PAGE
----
There are times, however, when self-management doesn’t work. I was talking to a lady, a few months ago, whose husband cheated on her. She divorced him. Now she has a boyfriend. He told her that, if she didn’t stop checking his phone and spying on him, he was going to have to leave her, because he just felt totally controlled. And she is trying to control him so that she can feel safe. And it’s not his problem. It’s hers. She doesn’t even know why she’s acting like she acts. But in probing a bit more I learned that, not only did her first husband cheat on her, but so did her first boyfriend, and her parents – when she was a young child – gave her up for adoption. So she couldn’t see any connection between these events of betrayal, but I think you can, if you think about what that might have been like for her. So, everybody that she has ever been in relationship with has pushed her off. So she’s afraid of being abandoned. She can’t make any connection between those events and what is going on now. To her it feels like she just can’t stop it, and she doesn’t know why she’s like that.
So that’s where God’s second strategy comes in. She needs to do some heart work. She needs to rend her heart, instead of trying to control the situation – to examine herself, to understand how all these hurts have piled up to make her afraid and anxious.
There are some things that we can do. Some of them would be categorized as praying. Some might be categorized as studying the Bible. Some might be classed as meditation. But we can make the connection between the past and present in our own minds. “No wonder I have such a hard time trusting that my boyfriend is going to remain faithful to me.” And we can fearlessly explore the past and understand it, instead of pushing it away because it’s not fun to think about. We can turn the past into a rich story about what happened and how it has affected us.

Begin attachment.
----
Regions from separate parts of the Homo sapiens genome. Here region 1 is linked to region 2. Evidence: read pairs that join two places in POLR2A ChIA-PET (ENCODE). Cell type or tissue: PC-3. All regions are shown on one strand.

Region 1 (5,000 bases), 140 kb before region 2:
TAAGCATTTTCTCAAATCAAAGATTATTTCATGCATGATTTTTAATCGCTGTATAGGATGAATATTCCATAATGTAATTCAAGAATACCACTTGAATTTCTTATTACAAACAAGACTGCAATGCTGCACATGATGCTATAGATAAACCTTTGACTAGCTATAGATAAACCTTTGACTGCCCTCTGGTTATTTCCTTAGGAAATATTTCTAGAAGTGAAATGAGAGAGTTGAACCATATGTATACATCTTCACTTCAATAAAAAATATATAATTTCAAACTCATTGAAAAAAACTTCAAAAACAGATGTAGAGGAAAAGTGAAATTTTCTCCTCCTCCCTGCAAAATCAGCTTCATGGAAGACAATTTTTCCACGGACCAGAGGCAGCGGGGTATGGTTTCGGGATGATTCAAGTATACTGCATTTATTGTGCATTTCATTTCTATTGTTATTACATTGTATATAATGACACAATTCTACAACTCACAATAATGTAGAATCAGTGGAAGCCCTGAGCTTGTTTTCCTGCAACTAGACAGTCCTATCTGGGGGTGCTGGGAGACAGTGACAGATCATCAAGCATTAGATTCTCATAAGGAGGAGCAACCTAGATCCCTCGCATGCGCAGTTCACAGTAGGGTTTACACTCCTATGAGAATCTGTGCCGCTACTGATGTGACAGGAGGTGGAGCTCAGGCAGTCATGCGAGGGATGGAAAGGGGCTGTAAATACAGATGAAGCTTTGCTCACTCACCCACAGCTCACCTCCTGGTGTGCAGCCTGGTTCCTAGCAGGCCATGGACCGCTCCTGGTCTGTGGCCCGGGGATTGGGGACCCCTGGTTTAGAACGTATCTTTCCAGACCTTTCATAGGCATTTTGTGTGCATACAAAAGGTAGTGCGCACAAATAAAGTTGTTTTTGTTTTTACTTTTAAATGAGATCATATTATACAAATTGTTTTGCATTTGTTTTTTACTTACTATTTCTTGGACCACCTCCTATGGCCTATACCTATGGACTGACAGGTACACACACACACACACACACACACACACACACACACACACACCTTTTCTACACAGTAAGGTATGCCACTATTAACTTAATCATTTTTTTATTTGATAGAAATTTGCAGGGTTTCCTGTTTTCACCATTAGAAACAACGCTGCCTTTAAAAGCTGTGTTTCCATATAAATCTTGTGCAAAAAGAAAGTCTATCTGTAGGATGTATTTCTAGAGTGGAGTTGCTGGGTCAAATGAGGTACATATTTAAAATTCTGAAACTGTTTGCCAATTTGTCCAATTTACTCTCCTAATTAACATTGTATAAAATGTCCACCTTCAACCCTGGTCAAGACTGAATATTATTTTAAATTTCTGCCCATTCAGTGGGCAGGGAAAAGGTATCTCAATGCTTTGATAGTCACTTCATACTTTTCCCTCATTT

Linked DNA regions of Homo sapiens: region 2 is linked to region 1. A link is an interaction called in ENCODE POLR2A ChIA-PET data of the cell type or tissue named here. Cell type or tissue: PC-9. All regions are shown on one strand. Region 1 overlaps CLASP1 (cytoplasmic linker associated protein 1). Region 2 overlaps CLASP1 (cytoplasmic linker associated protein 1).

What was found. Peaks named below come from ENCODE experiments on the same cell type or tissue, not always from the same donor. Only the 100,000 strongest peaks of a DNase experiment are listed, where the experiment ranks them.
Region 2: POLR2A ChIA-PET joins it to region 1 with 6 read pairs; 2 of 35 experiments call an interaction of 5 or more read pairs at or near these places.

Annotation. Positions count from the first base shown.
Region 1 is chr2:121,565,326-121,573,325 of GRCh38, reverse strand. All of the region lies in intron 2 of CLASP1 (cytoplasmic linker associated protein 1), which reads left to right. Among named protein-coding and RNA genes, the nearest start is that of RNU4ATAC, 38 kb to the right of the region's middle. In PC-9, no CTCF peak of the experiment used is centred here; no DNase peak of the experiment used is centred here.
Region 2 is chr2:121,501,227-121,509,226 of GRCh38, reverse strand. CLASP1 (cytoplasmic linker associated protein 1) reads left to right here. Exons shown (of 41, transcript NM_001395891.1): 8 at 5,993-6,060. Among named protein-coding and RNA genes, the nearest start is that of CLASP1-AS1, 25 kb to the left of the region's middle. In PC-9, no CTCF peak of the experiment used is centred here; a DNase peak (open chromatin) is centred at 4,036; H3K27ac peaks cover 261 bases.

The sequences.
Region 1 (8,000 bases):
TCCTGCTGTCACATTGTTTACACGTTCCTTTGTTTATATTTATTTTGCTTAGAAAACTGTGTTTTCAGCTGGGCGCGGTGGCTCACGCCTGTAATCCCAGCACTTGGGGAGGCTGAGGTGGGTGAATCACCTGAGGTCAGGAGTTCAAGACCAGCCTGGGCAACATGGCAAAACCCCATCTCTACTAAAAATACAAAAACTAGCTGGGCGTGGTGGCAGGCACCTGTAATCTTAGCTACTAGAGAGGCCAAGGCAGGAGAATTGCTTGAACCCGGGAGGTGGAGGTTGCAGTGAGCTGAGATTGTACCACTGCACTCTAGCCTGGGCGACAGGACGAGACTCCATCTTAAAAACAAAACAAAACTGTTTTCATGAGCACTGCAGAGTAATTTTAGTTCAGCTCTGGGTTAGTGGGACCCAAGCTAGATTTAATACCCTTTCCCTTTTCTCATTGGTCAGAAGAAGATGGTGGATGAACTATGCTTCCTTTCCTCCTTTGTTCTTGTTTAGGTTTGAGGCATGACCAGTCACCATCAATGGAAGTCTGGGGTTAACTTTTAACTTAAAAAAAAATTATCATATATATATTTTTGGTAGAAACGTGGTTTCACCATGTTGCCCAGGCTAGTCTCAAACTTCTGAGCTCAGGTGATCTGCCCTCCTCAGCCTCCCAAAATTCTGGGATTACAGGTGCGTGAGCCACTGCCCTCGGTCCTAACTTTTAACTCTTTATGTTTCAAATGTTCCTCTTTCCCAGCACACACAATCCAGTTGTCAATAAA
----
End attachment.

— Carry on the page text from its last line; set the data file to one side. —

I think I’ve mentioned before that in all the attachment studies that they’ve done over the last fifty years – sixty years now – they know there are a number of people who have migrated out of the insecure category to the secure one. And the single greatest predictor of that is the ability to tell a rational, logical, organized story about how you came to be the way you are and why your family is like it is. Usually when people can do that – where they don’t gloss over the bad parts or get overly dramatic about all of it – usually they have worked their way through it to where those things don’t trigger them any longer. It takes the hurt out of it.
To put it in perspective: Everybody has anxiety. We resist the urge to control. We put our thoughts on God and His power of protection. We take a positive position about life rather than a negative one. What did Paul say? “Whatever things are good, think on these things.” Right? And we can control self.
Two of the most important things people can do to manage anxiety – and everybody has it – it’s just a matter of degree – is exercise – daily exercise – a walk is one of the best things you can do to reduce anxiety. And another thing is to control yourself in a very natural way – and that’s to think about your breathing. Breathe in for the count of seven and breathe out for the count of eight. Try to breathe out a little longer than you breathe in. It’s amazing what happens when we do that. And you know, it’s really boring, so we can’t be thinking about all the scary stuff. It calms us down – totally non-stimulating. It helps us focus on the present moment, not on all the stuff we’re worried about happening. Quite interesting.
I think God gave us the ability to breathe, and to think about it, to be present, to be conscious of ourselves. I used to think all that stuff was a bunch of baloney, frankly. I really did. But then I started telling people to do it, because I was trained to do that. I just was astounded at what I heard the next week when people came back. “I was ready to smack my husband in the face, but I remembered what you said about breathing. And I just stood there and looked at him and breathed in through my nose and out through my mouth, and pretty soon I wasn’t upset anymore.” Somebody said that to me! And not too long ago either. So there are things we can do. We don’t always have to let it happen.
We’re going to talk a lot more about how to do all this at the Feast, by the way. I hope you can catch it. We’re going to explain how it all got this way and what to do about it in much more detail. We’re actually going to have some practice at rending our hearts rather than our garments.
So that’s number twelve in the series on Important Stuff – Don’t Be a Pharisee. We have only one more to do in this series, so be looking for it. Those of you tuning in with us, watch the Website.